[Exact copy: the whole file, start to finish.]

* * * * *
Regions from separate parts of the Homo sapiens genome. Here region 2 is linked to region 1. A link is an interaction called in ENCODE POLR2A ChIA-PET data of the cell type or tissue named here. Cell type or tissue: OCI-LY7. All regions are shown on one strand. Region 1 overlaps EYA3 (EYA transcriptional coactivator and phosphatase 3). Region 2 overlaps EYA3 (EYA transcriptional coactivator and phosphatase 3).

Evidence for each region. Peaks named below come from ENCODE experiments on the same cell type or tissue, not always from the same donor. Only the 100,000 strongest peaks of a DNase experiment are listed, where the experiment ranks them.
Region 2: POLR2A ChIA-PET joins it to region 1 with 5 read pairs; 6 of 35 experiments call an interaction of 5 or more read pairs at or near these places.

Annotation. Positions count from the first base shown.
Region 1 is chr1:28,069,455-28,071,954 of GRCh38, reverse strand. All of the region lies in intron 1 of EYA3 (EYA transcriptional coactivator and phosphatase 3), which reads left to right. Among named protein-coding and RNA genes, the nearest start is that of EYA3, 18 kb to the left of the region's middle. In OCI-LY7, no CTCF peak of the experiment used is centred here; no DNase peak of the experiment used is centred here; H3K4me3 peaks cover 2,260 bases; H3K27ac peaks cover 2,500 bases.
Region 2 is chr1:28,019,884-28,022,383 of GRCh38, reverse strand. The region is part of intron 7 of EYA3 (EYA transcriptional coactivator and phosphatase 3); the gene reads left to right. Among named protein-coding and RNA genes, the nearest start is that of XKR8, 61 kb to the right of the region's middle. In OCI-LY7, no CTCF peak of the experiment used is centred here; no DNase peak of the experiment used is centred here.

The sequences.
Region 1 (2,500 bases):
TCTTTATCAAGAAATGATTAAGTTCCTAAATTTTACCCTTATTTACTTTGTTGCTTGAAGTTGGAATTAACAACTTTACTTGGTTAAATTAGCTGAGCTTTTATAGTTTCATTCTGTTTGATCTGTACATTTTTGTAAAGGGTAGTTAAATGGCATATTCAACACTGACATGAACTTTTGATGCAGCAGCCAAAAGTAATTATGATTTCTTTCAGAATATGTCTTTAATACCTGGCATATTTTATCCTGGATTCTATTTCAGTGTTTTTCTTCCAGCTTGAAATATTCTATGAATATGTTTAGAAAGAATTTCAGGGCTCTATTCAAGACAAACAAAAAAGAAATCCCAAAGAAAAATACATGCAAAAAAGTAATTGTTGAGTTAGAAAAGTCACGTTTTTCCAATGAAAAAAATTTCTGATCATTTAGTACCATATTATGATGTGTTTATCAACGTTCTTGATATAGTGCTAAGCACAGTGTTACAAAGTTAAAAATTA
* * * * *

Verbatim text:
Regions from separate parts of the Homo sapiens genome. Here region 2 is linked to region 1. A link is an interaction called in ENCODE POLR2A ChIA-PET data of the cell type or tissue named here. Cell type or tissue: OCI-LY7. All regions are shown on one strand. Region 1 overlaps EYA3 (EYA transcriptional coactivator and phosphatase 3). Region 2 overlaps EYA3 (EYA transcriptional coactivator and phosphatase 3).

Evidence for each region. Peaks named below come from ENCODE experiments on the same cell type or tissue, not always from the same donor. Only the 100,000 strongest peaks of a DNase experiment are listed, where the experiment ranks them.
Region 2: POLR2A ChIA-PET joins it to region 1 with 5 read pairs; 6 of 35 experiments call an interaction of 5 or more read pairs at or near these places.

Annotation. Positions count from the first base shown.
Region 1 is chr1:28,069,455-28,071,954 of GRCh38, reverse strand. All of the region lies in intron 1 of EYA3 (EYA transcriptional coactivator and phosphatase 3), which reads left to right. Among named protein-coding and RNA genes, the nearest start is that of EYA3, 18 kb to the left of the region's middle. In OCI-LY7, no CTCF peak of the experiment used is centred here; no DNase peak of the experiment used is centred here; H3K4me3 peaks cover 2,260 bases; H3K27ac peaks cover 2,500 bases.
Region 2 is chr1:28,019,884-28,022,383 of GRCh38, reverse strand. The region is part of intron 7 of EYA3 (EYA transcriptional coactivator and phosphatase 3); the gene reads left to right. Among named protein-coding and RNA genes, the nearest start is that of XKR8, 61 kb to the right of the region's middle. In OCI-LY7, no CTCF peak of the experiment used is centred here; no DNase peak of the experiment used is centred here.

The sequences.
Region 1 (2,500 bases):
TCTTTATCAAGAAATGATTAAGTTCCTAAATTTTACCCTTATTTACTTTGTTGCTTGAAGTTGGAATTAACAACTTTACTTGGTTAAATTAGCTGAGCTTTTATAGTTTCATTCTGTTTGATCTGTACATTTTTGTAAAGGGTAGTTAAATGGCATATTCAACACTGACATGAACTTTTGATGCAGCAGCCAAAAGTAATTATGATTTCTTTCAGAATATGTCTTTAATACCTGGCATATTTTATCCTGGATTCTATTTCAGTGTTTTTCTTCCAGCTTGAAATATTCTATGAATATGTTTAGAAAGAATTTCAGGGCTCTATTCAAGACAAACAAAAAAGAAATCCCAAAGAAAAATACATGCAAAAAAGTAATTGTTGAGTTAGAAAAGTCACGTTTTTCCAATGAAAAAAATTTCTGATCATTTAGTACCATATTATGATGTGTTTATCAACGTTCTTGATATAGTGCTAAGCACAGTGTTACAAAGTTAAAAATTA